Loving (2016). What could be more fundamental than allowing two people to publicly and formally profess their commitment to and love for each other? Even as late as the mid-1960’s, mixed-race couples could not legally marry in many states. Loving chronicles the near decade long attempt by Richard and Mildred Loving to have their out-of-state marriage recognized in Virginia. (They married in the District of Columbia where interracial marriage was legal.) But Virginia did not recognize their marriage license, and cohabitation was illegal. In order to avoid a lengthy prison sentence, which would split them up as a couple, they agreed to a lifetime banishment from their home state of Virginia. The were arrested again when they returned to Virginia to be with family. Fortunately, in 1967, the U.S. Supreme Court ruled in their favor. This movie is a fact-based story that shows how unjust laws and their enforcement affect human relationships, particularly when they are supported by cultural norms.

Fences (2016). The tour de force acting by Denzel Washington and Viola Davis dives deep into the long-term psychological effects of discrimination, family dynamics, and personal identity in a blue-collar African American family in 1950’s Pittsburgh. Based on the Pulitzer Prize winning play by August Wilson, Troy Maxson (Washington) works on a garbage truck for the city’s sanitary waste department. He is aspiring to be promoted to driver. Troy left home to avoid an abusive father, but was convicted of killing a man during a robbery as a teenager. After leaving prison, he played baseball in the Negro Leagues. Despite his gifts as a player, Troy couldn’t make it into the Major Leagues after Jackie Robinson broke the color barrier in 1947. His friend notes that he couldn’t make it to the majors because of his age, but Troy is sure he was passed over because of his race. Troy’s inability to come to grips with his past strains his marriage and his relationship with his son in this taught, layered story of love, loyalty, and search for personal identity.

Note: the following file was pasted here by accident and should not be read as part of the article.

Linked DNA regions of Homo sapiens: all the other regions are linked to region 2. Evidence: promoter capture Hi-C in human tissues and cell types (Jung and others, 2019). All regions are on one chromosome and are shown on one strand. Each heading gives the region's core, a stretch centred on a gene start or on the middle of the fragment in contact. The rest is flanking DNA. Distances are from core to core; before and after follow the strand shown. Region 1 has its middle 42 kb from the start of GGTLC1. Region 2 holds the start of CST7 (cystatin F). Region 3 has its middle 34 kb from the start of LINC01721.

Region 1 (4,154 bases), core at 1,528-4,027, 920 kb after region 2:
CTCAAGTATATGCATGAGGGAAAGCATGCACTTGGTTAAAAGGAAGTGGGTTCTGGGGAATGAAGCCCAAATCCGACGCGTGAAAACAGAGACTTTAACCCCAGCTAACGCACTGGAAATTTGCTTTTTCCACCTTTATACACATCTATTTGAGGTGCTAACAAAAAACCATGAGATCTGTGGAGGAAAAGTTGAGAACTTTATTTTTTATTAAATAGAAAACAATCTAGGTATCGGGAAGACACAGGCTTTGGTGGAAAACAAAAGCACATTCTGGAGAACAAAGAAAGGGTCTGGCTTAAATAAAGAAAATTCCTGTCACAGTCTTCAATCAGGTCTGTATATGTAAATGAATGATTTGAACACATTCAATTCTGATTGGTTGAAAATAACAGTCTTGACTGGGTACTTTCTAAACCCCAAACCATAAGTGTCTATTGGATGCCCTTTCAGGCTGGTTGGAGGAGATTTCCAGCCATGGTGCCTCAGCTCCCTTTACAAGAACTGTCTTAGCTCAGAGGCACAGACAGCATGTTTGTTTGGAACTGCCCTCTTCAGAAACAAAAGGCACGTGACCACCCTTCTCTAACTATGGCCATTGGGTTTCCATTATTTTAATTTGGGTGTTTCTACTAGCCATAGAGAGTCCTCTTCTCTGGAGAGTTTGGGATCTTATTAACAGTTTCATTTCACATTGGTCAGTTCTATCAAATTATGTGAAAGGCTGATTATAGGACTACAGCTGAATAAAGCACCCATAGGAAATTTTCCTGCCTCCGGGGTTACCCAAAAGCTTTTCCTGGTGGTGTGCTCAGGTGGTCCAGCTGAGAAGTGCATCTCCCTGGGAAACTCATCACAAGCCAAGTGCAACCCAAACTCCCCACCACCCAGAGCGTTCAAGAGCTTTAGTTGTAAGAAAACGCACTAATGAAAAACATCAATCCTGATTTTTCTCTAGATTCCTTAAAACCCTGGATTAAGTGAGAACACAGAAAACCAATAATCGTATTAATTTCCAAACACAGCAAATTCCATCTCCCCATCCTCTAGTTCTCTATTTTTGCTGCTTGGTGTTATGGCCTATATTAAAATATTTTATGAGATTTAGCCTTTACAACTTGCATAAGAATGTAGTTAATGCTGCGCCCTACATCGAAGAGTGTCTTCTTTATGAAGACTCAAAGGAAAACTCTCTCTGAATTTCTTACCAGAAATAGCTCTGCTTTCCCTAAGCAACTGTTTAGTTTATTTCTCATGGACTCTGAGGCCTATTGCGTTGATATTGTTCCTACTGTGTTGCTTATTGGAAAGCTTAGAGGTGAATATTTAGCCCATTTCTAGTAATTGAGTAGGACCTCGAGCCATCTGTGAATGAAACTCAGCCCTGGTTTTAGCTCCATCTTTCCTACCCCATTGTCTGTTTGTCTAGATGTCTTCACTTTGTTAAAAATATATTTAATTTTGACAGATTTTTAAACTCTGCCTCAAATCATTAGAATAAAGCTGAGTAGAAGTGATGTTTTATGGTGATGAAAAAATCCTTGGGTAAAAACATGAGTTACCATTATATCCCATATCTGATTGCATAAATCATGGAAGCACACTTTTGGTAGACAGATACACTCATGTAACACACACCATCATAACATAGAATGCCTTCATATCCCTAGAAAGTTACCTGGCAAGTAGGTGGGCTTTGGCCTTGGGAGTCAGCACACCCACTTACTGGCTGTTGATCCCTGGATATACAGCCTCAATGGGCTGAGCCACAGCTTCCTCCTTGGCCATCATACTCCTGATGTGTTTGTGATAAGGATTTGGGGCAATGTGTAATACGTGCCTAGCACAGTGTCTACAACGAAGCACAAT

Detroit (2017). America’s cities erupted in the mid-1960’s as urban race riots broke out in major cities over police brutality, economic inequality, and poverty. Directed by Academy Award winning director Kathryn Bigelow—the first and only woman to receive the award—Detroit explores the sparks that ignited the the city’s race riot, or “rebellion,” in 1967.

The story centers around the deaths of three young black men and the severe beatings of nine others by white officers. The movie adheres closely to the known facts around the riot and doesn’t stray far from reasonable and plausible interpretations of the events. The injustice is palpable, and the aftermath appalling, as collusion and sloppy detective work meant the offending officers went free without legal consequences.

Racism is not unique to the United States, or to African Americans, but reputable social science research repeatedly shows that African Americans continue to face higher levels of prejudice, greater impacts from discrimination, and longer term effects than other minority groups. While the causes and remedies are controversial, a robust discussion of the effects of racial prejudice and discrimination in the broader society is still important to any discussion of building, restoring, or sustaining a civil society in which freedom can be exercised equally on a level playing field.

Samuel R. Staley is a Research Fellow at the Independent Institute and Managing Director of the DeVoe L. Moore Center in the College of Social Sciences at Florida State University. He is a contributing author to the Independent books, Property Rights: Eminent Domain and Regulatory Takings Re-Examined and Housing America: Building Out of a Crisis.